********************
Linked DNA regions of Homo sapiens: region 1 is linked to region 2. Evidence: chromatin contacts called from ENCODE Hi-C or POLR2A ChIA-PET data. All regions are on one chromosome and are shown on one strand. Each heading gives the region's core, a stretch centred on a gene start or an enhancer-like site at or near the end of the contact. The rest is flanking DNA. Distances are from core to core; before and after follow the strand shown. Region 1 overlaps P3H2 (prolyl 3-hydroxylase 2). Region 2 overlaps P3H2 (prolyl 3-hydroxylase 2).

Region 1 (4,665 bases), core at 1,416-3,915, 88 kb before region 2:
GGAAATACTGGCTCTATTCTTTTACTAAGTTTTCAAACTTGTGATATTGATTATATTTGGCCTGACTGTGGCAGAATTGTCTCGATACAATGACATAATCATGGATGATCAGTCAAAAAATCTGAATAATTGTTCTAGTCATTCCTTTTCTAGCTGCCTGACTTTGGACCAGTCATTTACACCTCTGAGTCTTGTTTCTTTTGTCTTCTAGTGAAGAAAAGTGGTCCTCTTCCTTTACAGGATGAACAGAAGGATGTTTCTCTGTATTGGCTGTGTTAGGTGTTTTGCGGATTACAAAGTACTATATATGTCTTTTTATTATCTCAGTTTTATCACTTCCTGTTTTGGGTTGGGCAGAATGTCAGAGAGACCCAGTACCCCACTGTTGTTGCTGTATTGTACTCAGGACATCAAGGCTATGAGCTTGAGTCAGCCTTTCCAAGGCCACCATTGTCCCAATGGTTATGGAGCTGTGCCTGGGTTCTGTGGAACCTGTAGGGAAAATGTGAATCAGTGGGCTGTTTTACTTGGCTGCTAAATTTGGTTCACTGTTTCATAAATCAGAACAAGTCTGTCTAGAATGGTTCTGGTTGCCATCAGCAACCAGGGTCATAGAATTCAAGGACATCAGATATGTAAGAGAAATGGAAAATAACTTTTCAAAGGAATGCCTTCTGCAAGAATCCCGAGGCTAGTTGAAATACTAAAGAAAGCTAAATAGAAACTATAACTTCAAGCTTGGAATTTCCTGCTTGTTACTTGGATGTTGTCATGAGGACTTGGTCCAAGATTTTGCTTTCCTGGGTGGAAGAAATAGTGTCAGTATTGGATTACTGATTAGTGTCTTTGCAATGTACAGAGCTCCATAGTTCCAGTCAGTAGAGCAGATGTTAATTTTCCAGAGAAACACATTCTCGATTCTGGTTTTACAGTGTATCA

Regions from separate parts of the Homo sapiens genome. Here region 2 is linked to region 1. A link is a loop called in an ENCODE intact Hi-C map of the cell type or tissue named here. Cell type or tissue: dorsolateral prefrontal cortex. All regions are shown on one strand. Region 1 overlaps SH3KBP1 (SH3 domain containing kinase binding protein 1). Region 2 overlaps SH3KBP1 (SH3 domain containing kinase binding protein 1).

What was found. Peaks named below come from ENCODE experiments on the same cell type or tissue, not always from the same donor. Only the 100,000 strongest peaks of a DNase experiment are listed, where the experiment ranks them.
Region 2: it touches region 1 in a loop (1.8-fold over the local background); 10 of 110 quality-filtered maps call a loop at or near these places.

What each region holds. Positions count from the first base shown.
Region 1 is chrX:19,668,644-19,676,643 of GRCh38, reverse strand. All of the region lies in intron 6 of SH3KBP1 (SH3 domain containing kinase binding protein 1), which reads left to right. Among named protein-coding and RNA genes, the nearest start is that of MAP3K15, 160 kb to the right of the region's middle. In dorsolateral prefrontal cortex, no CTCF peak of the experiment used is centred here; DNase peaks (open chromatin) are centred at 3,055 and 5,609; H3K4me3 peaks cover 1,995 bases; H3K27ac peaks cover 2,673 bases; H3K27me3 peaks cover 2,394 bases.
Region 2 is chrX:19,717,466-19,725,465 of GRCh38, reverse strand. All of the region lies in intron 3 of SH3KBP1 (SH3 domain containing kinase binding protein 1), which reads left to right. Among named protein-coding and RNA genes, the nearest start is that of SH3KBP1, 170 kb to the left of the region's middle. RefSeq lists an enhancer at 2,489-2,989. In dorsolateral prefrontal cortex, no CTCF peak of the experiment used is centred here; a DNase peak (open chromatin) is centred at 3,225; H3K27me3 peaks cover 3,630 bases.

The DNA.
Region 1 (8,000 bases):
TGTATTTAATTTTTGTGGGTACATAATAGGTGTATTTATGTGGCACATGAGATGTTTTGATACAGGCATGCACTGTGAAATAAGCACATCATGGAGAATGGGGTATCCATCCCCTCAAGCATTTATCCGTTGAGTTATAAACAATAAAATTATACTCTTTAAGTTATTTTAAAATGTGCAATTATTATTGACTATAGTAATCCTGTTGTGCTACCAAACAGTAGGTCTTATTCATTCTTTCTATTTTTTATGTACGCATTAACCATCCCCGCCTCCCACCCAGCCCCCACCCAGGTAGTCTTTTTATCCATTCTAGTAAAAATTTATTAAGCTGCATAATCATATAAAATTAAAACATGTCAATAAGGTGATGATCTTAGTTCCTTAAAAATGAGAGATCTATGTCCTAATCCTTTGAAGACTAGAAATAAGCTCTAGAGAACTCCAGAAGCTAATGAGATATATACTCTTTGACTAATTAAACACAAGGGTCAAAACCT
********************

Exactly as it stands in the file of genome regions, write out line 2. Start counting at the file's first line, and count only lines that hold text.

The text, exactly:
Region 1 (4,665 bases), core at 1,416-3,915, 88 kb before region 2: